In Texas, felonies are crimes punishable by terms that must be served in state prison or state jail. Felonies in Texas are designated as capital felonies; first-, second-, or third-degree felonies; or state jail felonies. Less serious crimes (misdemeanors) are punishable by up to one year in local or county jail.
This article will discuss felony classifications, penalties, sentencing, and parole in Texas.
Texas divides felony crimes into five classifications. Below are the penalty ranges for each classification and examples of crimes that fall under them.
A capital felony is punishable by death. When the prosecutor seeks the death penalty, the defendant faces being sentenced to death or life without parole. If the prosecutor chooses not to seek the death penalty, a capital felony is punishable by life imprisonment. Capital murder is a capital felony.
A conviction for a first-degree felony can result in life imprisonment or 5 to 99 years' imprisonment, as well as a fine of up to $10,000. For aggravated sexual assault of a child, a 25-year minimum may apply (instead of 5). Other examples of first-degree felonies include child trafficking, aggravated robbery, and home invasion (intent to commit a felony).
A third-degree felony is punishable by 2 to 10 years' imprisonment and a fine of up to $10,000. Continuous family violence, evading arrest in a vehicle, and stalking are examples of third-degree felonies.
In Texas, state jail felonies are punishable by 180 days to 2 years in state jail and a fine of up to $10,000. Firearm theft, possession of child pornography, and dogfighting are all state jail felonies.
Texas law imposes enhancements for repeat and habitual felony offenses, offenses involving deadly weapons, hate crimes, offenses committed in a disaster or evacuation area, and offenses against vulnerable persons, among others.
Texas recidivist statutes carry harsh penalties for a second or subsequent felony offense.
Sex offenses. Repeat sex offenses carry one of the harshest penalty enhancements in Texas. Essentially a two-strikes law, a defendant convicted of a second specified sex offense faces a mandatory life sentence.
First- to third-degree felonies. For defendants facing their second felony conviction for a first-, second-, or third-degree felony, the law increases the penalty by one degree. So, for instance, a third-degree felony becomes a second-degree felony. Habitual felony offenders who have two prior felony convictions face the possibility of life in jail.
State jail felonies. A person convicted of a third state jail faces third-degree felony penalties. If the two priors were for higher-level felonies, the penalty bumps up to a second-degree felony.
Certain offenses carry enhanced felony penalties of their own. For instance, enhancements apply to repeat convictions for the same or similar offenses, such as promotion of prostitution, family violence offenses, impaired driving, and theft offenses.
Crimes committed based on bias or prejudice are increased to the next punishment level, as are offenses committed in a declared disaster or evacuation area. Certain offenses committed in retaliation against a public servant also increase by a penalty level.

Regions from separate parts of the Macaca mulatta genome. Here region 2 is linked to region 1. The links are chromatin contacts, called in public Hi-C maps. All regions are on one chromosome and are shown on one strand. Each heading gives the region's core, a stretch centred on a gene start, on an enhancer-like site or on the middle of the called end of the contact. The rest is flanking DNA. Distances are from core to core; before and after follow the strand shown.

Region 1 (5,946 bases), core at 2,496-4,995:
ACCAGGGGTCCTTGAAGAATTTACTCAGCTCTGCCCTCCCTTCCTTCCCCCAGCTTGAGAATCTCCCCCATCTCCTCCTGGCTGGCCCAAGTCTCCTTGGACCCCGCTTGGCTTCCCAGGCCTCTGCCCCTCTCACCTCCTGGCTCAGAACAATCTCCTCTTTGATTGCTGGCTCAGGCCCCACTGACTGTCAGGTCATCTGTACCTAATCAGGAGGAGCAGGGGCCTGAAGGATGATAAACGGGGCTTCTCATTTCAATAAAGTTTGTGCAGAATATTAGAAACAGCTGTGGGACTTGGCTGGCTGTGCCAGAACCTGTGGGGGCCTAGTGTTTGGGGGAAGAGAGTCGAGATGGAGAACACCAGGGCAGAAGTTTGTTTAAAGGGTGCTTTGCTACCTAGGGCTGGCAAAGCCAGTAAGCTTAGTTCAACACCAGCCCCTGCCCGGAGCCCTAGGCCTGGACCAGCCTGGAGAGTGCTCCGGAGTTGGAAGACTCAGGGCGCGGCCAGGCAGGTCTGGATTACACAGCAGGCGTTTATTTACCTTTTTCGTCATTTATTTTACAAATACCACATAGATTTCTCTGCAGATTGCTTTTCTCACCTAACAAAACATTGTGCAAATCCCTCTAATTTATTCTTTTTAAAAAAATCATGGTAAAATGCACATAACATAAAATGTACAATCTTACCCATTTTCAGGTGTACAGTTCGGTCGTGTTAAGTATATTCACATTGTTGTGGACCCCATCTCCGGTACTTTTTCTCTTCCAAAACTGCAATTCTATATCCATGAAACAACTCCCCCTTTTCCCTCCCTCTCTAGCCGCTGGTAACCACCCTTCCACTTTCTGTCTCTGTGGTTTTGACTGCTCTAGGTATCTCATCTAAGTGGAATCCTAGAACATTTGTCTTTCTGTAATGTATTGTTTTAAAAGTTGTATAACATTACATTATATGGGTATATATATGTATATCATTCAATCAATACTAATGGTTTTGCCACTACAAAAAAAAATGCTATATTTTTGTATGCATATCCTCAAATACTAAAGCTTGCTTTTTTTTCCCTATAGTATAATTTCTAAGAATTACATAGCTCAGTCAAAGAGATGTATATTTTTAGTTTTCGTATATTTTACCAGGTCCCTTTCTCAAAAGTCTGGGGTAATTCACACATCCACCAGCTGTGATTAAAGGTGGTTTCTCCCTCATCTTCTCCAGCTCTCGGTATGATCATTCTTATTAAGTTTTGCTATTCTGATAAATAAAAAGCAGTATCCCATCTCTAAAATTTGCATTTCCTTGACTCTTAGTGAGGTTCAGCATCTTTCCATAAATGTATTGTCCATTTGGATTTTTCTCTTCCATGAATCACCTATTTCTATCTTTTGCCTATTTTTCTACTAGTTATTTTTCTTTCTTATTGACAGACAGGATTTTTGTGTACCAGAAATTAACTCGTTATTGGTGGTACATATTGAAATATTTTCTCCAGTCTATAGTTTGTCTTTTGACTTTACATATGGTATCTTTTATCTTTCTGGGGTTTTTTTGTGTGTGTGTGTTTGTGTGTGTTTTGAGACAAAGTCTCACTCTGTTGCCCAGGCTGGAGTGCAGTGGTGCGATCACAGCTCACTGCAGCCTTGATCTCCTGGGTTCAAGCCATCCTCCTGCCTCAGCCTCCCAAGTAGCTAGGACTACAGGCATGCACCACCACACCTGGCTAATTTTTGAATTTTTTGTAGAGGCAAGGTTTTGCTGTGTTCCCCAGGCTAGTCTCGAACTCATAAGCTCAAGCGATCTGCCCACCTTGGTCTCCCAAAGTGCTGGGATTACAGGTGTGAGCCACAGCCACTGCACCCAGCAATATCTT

In some cases, a defendant might qualify for a pretrial intervention or diversion program offered by a prosecutor. These pretrial programs offer defendants a way to avoid criminal court and a criminal record. However, not all counties have these programs, and in those that do, eligibility varies. Some prosecution offices only offer diversion for misdemeanors, while others may include nonviolent felony offenses.
In a diversion program, a defendant must agree to abide by terms set by the prosecutor. As long a defendant complies with the agreed-upon terms, the prosecutor won't pursue the charges and agrees to dismiss the charges on completion. A violation means the prosecutor can reinstitute the criminal proceedings. Diversion agreements can last up to two years.
For those cases that end up in court, judges have several sentencing options available and can generally order one or more of the following:
A judge can also defer adjudication or suspend a sentence as described below.
Deferred adjudication refers to a process in which the judge accepts a defendant's guilty plea but holds off on entering the plea on the record. Instead, the judge places the defendant on community supervision or in a specialty court program. A defendant who successfully completes the community supervision terms or specialty court program may avoid a criminal conviction. Failure to abide by the terms means the judge can continue with adjudication and sentencing.
Eligibility. Most felony offenses are eligible for deferred adjudication, with exceptions for certain sex offenses and impaired driving offenses. Eligibility for a specialty court will vary by program and jurisdiction.
Community supervision is essentially probation. Defendants must abide by the terms of community supervision, such as obeying all laws, attending counseling, seeking addiction treatment, participating in community service, remaining under electronic monitoring, avoiding gangs, and paying restitution to the victim.
Specialty courts generally involve intensive supervision and case management to address underlying addiction or mental health issues. Examples of specialty courts include drug courts, mental health courts, and veteran's treatment courts.